Regent Seven Seas Celebrates Twenty Years – Other Cruise News: Weekend Events in Marseilles

by Kevin Griffin

As May 26, 1992, saw the initial departure of the Radisson Diamond, so this Saturday marked the twentieth anniversary of what is now Regent Seven Seas Cruises. We take a brief look at the important events that have shaped that line over the past two decades. Also this weekend, Sophia Loren baptised the new MSC Divina in Marseilles and the ms Hamburg departed Nice on her inaugural voyage for Plantours & Partner. She will be officially introduced to the German market at an event to be held in Hamburg in early June. Finally, the Cruise Examiner is on board Croisières de France’s new Horizon and will report on this latest French cruise ship next week.


Regent Seven Seas Celebrates Twenty Years

Just as in 2010 Crystal Cruises and Celebrity Cruises celebrated twenty years, so now it is the turn of Miami-based Regent Seven Seas Cruises, today part of Prestige Cruise Holdings.

First launched as Radisson Diamond Cruises, the line began service on May 26, 1992, with the 354-guest twin-hulled Finnish-built Radisson Diamond.
Management was at first supplied by a partnership of Radisson Hotel Corporation, part of the Carlson Group of Minneapolis, and the ship’s initial owners Diamond Cruise Ltd. And present Regent Seven Seas president Mark Conroy was involved right from the start.

Two years after its formation, in 1994, Radisson Diamond Cruises merged with Seven Seas Cruises, which was operating the 180-berth all-inclusive Song of Flower. In 1996, Carlson acquired the Radisson Diamond from Finnish bankers and then also took over management of the French-owned 320-guest Paul Gauguin.

In the late 1990s, Radisson and the Carlson Group entered into a partnership with Monaco-based V.Ships, which resulted in the present fleet, consisting of the 490-guest Seven Seas Navigator in 1999, and the 700-guest Seven Seas Mariner in 2001 and Seven Seas Voyager in 2003.

These ships essentially replaced the previous three fleet members, Radisson Diamond going to the Far East, Song of Flower first to Ponant and more recently to Clipper Group, who will now operate her as Quark’s Ocean Diamond (there is a slight irony in her name) while Paul Gauguin now operates for new owners in the US.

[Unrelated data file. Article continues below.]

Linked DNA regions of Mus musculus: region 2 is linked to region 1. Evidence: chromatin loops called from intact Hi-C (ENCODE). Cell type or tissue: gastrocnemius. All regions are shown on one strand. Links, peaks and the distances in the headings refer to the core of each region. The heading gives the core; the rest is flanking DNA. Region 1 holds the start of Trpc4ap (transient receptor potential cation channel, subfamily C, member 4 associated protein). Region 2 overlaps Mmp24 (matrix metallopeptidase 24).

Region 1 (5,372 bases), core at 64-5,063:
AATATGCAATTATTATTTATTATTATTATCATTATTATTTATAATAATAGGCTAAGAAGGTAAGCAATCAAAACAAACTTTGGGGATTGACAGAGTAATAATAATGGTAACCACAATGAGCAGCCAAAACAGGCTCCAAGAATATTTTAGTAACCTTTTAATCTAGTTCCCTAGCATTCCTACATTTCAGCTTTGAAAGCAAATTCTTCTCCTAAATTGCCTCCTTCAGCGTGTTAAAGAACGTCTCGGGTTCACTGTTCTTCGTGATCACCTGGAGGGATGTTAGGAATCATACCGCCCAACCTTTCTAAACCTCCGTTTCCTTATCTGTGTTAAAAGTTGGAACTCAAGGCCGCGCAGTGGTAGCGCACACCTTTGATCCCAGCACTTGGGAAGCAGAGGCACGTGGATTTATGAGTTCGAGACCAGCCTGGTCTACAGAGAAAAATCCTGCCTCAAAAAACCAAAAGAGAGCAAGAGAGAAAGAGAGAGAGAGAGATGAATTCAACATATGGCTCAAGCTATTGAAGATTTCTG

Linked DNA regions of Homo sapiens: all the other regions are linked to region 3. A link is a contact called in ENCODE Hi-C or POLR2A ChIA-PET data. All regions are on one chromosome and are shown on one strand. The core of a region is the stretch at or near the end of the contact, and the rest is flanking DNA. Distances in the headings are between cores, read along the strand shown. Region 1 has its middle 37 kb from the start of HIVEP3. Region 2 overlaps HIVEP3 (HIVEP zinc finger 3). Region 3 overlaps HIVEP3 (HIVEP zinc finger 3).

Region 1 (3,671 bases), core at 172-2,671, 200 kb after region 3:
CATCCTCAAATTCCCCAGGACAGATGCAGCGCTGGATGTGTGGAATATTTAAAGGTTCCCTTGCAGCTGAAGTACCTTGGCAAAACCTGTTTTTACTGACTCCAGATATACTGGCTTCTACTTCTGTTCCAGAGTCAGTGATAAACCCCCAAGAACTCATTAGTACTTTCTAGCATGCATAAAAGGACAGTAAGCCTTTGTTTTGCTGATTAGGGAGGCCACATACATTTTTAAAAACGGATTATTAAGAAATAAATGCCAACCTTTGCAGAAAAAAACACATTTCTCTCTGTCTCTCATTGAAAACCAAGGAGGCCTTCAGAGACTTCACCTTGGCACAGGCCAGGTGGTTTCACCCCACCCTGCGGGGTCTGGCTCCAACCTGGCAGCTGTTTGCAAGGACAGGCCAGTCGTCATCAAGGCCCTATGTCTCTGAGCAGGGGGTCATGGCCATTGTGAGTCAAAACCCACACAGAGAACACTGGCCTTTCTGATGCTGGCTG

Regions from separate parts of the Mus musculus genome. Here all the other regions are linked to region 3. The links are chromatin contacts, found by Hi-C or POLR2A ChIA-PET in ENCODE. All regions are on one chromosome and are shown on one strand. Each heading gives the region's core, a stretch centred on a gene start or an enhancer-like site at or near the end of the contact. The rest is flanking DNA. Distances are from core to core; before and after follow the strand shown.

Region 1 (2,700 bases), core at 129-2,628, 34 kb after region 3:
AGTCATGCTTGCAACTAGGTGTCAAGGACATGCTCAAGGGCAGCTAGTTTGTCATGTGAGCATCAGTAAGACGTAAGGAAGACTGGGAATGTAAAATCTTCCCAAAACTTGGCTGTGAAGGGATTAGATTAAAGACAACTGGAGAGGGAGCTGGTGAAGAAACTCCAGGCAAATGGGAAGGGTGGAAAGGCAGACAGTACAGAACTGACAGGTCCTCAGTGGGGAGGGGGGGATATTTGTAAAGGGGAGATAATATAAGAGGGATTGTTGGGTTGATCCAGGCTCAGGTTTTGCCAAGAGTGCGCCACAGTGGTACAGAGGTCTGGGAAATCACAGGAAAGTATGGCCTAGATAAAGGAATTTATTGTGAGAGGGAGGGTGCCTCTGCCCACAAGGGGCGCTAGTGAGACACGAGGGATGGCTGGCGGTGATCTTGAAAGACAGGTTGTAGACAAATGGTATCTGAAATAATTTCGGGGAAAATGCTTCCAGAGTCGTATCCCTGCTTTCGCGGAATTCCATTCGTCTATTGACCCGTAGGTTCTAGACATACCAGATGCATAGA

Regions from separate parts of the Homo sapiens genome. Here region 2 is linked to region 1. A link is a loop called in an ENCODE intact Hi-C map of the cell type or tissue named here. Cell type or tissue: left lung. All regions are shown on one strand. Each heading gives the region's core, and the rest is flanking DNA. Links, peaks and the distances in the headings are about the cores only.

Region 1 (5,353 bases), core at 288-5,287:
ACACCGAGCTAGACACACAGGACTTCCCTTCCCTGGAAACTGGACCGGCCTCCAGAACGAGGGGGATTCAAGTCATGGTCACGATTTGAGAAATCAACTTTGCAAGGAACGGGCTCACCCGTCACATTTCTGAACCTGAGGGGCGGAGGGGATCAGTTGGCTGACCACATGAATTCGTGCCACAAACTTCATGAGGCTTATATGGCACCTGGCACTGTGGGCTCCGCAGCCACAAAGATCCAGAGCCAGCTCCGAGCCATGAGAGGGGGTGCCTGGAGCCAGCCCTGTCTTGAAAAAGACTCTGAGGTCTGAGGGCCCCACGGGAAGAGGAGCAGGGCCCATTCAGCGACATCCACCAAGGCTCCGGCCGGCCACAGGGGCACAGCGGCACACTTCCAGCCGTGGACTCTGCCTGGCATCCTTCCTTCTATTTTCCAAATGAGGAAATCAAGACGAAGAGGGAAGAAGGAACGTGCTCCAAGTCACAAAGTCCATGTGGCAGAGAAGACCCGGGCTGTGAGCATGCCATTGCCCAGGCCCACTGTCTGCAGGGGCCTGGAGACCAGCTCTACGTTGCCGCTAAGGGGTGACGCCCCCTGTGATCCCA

In 2006 the line changed its name to Regent Seven Seas Cruises, a title that reflects much better its positioning in the marketplace. In more recent years, the Carlson Group has sold out to Apollo Management of New York, which also owns half of Norwegian Cruise Line, and Regent has found its way into the new Prestige Cruise Holdings.

Sister company Oceania Cruises has recently introduced two newbuildings of its own, the Marina and Riviera, and operates two of the original Renaissance ships Nautica and Regatta. A third sister ship, Insignia, is on two-year charter to Hapag-Lloyd Cruises and since last month has been operating as Columbus 2.

Regent Seven Seas is now known as the most all-inclusive of the ultra-luxury lines, including as it does shore excursions as well as gratuities, port charges and beverages.
And it is reported that negotations on board Oceania’s new Riviera earlier this month between Prestige Cruise Holdings, Regent Seven Seas and Italian shipbuilders Fincentieri may result in the next newbuilding for Regent Seven Seas, which would be the first new ship for Regent in a decade.


Weekend Events in Marseilles

Among the many events in Marseilles this weekend, on Saturday Sophia Loren baptised the new MSC Divina, a ship that has been named for the great screen actress herself.
One of the new ship’s features is a Sophia Loren suite, which includes a replica of Loren’s dressing table. MSC Divina is the ninth MSC ship either to be named or renamed by Sophia Loren.

Named at 1900 hours on Saturday the event was capped by a flypast formation in what appeared to be the shape of a cross!

Also in port on Saturday was the ms Hamburg, which had jst left Nice on her maiden voyage for Plantours & Partner on Friday. Her inaugural cruise is a 7-night voyage from Nice to Lisbon. Eventualy she will be officially renamed at an event in Hamburg in early June.
The Hamburg operated from her christening in 1997 until earlier this month as Hapag-Lloyd Cruises’ Columbus.

Finally, The Cruise Examiner left Marseilles on board Croisières de France’s new Horizon on Sunday with a group of twenty-four travellers from the Ocean Liner Society and will report on the French line’s latest acquisition next week.

(Kevin Griffin is managing director of specialist cruise agency The Cruise People Ltd in London, England. For further information concerning cruises mentioned in this article readers can visit his blog)

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